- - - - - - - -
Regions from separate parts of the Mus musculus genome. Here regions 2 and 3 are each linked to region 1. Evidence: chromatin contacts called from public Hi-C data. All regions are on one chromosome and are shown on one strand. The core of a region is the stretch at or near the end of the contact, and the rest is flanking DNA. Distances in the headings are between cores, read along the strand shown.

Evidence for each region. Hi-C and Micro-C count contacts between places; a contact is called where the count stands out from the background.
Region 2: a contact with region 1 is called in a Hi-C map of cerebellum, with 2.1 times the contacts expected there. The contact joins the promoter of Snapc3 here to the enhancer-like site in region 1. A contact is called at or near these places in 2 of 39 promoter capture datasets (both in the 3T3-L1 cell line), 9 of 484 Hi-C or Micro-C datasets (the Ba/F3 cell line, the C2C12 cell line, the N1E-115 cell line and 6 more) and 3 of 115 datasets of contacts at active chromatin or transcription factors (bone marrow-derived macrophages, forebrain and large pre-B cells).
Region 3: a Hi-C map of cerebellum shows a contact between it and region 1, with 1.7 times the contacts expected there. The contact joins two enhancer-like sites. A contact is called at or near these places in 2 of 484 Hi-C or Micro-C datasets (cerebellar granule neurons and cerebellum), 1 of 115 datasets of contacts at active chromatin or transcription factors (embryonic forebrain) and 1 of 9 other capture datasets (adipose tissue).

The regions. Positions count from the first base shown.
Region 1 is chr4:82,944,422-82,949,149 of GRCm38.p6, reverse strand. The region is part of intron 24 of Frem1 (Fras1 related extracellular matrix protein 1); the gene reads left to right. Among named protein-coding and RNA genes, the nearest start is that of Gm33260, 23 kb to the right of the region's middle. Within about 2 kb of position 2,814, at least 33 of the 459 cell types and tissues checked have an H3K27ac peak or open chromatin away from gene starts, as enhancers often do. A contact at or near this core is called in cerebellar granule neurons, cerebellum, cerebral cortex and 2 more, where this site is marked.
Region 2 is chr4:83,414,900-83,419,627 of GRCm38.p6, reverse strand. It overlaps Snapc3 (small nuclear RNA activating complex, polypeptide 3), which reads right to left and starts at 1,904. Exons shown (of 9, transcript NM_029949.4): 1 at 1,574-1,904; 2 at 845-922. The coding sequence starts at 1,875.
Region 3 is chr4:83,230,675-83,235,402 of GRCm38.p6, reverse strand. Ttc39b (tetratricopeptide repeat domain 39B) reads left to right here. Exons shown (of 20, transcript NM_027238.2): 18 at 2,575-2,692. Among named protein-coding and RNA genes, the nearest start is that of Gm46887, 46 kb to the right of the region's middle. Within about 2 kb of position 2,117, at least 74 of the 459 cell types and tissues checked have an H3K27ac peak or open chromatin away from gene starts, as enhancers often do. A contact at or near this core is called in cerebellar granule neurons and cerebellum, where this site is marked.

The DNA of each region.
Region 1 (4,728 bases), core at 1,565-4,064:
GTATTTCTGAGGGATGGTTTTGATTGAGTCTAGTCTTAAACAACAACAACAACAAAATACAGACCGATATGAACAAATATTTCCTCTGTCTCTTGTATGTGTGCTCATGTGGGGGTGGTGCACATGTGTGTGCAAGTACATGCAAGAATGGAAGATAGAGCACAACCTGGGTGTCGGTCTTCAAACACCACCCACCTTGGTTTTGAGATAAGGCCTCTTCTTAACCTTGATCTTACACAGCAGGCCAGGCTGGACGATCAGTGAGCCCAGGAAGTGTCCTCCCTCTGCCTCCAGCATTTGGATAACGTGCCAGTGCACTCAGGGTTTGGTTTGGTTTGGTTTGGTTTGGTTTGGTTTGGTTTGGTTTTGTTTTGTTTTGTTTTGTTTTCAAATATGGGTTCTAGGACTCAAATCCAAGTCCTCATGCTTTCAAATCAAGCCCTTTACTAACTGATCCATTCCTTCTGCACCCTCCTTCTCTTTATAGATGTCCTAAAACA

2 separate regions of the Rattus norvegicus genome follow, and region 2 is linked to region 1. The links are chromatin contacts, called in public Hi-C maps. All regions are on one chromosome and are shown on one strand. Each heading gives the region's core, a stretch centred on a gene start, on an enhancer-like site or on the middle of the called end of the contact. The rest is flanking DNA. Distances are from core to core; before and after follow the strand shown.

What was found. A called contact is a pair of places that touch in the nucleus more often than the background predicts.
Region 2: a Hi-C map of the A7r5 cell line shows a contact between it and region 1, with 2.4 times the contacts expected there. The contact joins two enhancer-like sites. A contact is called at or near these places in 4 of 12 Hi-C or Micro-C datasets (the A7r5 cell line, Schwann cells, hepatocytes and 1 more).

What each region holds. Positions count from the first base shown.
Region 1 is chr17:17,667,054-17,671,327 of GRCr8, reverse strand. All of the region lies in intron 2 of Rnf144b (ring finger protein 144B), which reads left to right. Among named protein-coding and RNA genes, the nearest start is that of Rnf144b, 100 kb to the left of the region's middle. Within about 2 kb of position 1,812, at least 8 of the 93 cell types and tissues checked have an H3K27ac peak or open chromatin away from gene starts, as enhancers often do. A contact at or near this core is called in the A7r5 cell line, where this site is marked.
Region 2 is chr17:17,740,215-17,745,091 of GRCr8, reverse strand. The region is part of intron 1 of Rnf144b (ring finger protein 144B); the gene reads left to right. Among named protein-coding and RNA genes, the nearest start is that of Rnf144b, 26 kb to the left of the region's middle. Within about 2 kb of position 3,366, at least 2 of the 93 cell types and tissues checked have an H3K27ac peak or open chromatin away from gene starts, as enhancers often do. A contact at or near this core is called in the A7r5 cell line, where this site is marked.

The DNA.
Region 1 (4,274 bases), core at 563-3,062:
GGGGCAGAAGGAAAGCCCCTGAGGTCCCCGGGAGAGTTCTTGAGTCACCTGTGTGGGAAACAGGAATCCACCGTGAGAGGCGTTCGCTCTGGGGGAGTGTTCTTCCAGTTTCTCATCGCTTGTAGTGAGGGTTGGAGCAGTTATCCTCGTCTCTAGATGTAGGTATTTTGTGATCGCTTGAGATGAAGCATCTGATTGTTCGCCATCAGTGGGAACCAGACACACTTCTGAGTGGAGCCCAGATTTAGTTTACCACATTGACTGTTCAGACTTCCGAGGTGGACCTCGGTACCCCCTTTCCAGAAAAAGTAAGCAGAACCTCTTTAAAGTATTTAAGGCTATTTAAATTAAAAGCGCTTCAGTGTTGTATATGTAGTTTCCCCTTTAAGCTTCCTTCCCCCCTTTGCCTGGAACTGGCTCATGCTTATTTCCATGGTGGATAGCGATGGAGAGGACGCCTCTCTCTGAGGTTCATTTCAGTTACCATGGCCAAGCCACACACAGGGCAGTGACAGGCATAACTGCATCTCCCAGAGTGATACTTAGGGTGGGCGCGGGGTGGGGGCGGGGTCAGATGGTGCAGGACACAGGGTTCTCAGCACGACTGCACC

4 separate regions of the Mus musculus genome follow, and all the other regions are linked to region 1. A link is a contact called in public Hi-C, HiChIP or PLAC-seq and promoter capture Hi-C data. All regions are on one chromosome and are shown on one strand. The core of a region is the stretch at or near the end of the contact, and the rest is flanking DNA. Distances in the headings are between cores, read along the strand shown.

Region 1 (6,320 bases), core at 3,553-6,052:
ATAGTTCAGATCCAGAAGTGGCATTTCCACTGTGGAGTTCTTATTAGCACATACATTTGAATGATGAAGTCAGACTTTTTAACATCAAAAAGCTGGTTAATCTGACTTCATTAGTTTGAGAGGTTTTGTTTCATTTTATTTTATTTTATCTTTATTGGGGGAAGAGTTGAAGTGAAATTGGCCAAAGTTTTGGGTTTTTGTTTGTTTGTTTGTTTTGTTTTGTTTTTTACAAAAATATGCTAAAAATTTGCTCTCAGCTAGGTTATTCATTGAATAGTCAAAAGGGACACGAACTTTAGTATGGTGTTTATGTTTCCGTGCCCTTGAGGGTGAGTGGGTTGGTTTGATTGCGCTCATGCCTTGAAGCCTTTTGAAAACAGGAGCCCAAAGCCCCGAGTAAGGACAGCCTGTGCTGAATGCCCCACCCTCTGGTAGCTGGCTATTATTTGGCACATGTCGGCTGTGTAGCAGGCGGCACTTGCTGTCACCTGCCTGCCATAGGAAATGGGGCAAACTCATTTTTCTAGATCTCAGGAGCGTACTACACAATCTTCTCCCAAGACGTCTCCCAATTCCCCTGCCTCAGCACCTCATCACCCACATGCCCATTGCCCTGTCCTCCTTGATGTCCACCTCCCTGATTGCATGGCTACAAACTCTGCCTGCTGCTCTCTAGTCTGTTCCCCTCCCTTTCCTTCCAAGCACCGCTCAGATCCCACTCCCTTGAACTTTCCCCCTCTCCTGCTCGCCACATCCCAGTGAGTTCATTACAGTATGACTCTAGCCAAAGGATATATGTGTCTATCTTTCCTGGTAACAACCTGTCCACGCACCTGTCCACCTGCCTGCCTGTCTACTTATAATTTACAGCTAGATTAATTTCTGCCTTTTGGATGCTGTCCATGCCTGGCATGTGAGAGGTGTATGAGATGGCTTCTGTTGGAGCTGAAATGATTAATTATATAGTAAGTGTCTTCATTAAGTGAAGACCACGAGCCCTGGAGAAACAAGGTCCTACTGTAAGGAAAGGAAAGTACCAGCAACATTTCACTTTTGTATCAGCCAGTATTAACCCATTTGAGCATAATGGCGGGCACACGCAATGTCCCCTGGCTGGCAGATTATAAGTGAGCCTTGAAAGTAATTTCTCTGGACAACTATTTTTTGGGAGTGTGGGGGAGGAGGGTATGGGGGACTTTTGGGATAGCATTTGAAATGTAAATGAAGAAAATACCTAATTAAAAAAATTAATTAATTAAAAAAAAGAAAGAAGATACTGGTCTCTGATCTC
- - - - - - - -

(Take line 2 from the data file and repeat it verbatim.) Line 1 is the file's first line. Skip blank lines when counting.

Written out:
Evidence for each region. Hi-C and Micro-C count contacts between places; a contact is called where the count stands out from the background.